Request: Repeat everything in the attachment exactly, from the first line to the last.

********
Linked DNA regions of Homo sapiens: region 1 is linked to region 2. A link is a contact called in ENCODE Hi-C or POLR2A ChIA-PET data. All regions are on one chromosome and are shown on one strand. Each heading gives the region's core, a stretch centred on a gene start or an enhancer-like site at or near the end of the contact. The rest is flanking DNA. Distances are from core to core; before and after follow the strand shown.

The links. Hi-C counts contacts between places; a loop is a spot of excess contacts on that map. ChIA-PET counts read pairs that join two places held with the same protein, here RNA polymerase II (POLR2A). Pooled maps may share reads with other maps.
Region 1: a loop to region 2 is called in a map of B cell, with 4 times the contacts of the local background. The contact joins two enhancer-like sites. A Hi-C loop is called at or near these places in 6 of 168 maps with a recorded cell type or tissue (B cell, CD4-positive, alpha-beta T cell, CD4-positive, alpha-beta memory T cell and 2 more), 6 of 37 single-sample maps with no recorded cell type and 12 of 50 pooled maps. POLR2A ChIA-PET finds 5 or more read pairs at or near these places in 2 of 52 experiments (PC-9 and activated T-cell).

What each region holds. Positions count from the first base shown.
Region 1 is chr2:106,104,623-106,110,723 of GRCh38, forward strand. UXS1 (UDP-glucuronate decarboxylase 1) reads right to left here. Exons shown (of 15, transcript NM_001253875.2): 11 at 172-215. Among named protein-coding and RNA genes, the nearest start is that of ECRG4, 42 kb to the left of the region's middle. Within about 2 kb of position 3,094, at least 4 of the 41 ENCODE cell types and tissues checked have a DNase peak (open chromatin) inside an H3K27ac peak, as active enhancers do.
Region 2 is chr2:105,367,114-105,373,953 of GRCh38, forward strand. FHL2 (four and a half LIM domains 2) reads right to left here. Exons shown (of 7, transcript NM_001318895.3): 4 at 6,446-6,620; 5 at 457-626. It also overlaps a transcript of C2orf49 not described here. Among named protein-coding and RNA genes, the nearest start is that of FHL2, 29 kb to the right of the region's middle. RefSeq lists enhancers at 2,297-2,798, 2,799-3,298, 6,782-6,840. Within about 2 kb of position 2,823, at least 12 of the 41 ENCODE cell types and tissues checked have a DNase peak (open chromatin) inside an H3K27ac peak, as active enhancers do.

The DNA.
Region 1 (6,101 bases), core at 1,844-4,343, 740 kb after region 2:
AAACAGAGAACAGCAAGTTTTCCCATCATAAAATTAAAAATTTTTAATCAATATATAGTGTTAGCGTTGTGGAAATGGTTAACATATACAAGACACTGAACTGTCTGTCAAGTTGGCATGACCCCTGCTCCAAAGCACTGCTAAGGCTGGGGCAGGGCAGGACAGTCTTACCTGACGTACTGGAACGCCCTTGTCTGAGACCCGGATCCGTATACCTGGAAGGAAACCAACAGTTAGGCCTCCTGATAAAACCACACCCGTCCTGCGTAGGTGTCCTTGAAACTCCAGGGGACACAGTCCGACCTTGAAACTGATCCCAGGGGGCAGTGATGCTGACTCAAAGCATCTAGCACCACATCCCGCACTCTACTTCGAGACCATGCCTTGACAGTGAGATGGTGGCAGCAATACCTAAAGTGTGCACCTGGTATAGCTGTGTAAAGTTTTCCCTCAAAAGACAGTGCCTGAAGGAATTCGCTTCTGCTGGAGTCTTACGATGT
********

Linked DNA regions of Homo sapiens: region 1 is linked to region 2. A link is a contact called in ENCODE Hi-C or POLR2A ChIA-PET data. All regions are on one chromosome and are shown on one strand. Each heading gives the region's core, a stretch centred on a gene start or an enhancer-like site at or near the end of the contact. The rest is flanking DNA. Distances are from core to core; before and after follow the strand shown.

The links. Hi-C counts contacts between places; a loop is a spot of excess contacts on that map. ChIA-PET counts read pairs that join two places held with the same protein, here RNA polymerase II (POLR2A). Pooled maps may share reads with other maps.
Region 1: a loop to region 2 is called in a map of B cell, with 4 times the contacts of the local background. The contact joins two enhancer-like sites. A Hi-C loop is called at or near these places in 6 of 168 maps with a recorded cell type or tissue (B cell, CD4-positive, alpha-beta T cell, CD4-positive, alpha-beta memory T cell and 2 more), 6 of 37 single-sample maps with no recorded cell type and 12 of 50 pooled maps. POLR2A ChIA-PET finds 5 or more read pairs at or near these places in 2 of 52 experiments (PC-9 and activated T-cell).

What each region holds. Positions count from the first base shown.
Region 1 is chr2:106,104,623-106,110,723 of GRCh38, forward strand. UXS1 (UDP-glucuronate decarboxylase 1) reads right to left here. Exons shown (of 15, transcript NM_001253875.2): 11 at 172-215. Among named protein-coding and RNA genes, the nearest start is that of ECRG4, 42 kb to the left of the region's middle. Within about 2 kb of position 3,094, at least 4 of the 41 ENCODE cell types and tissues checked have a DNase peak (open chromatin) inside an H3K27ac peak, as active enhancers do.
Region 2 is chr2:105,367,114-105,373,953 of GRCh38, forward strand. FHL2 (four and a half LIM domains 2) reads right to left here. Exons shown (of 7, transcript NM_001318895.3): 4 at 6,446-6,620; 5 at 457-626. It also overlaps a transcript of C2orf49 not described here. Among named protein-coding and RNA genes, the nearest start is that of FHL2, 29 kb to the right of the region's middle. RefSeq lists enhancers at 2,297-2,798, 2,799-3,298, 6,782-6,840. Within about 2 kb of position 2,823, at least 12 of the 41 ENCODE cell types and tissues checked have a DNase peak (open chromatin) inside an H3K27ac peak, as active enhancers do.

The DNA.
Region 1 (6,101 bases), core at 1,844-4,343, 740 kb after region 2:
AAACAGAGAACAGCAAGTTTTCCCATCATAAAATTAAAAATTTTTAATCAATATATAGTGTTAGCGTTGTGGAAATGGTTAACATATACAAGACACTGAACTGTCTGTCAAGTTGGCATGACCCCTGCTCCAAAGCACTGCTAAGGCTGGGGCAGGGCAGGACAGTCTTACCTGACGTACTGGAACGCCCTTGTCTGAGACCCGGATCCGTATACCTGGAAGGAAACCAACAGTTAGGCCTCCTGATAAAACCACACCCGTCCTGCGTAGGTGTCCTTGAAACTCCAGGGGACACAGTCCGACCTTGAAACTGATCCCAGGGGGCAGTGATGCTGACTCAAAGCATCTAGCACCACATCCCGCACTCTACTTCGAGACCATGCCTTGACAGTGAGATGGTGGCAGCAATACCTAAAGTGTGCACCTGGTATAGCTGTGTAAAGTTTTCCCTCAAAAGACAGTGCCTGAAGGAATTCGCTTCTGCTGGAGTCTTACGATGT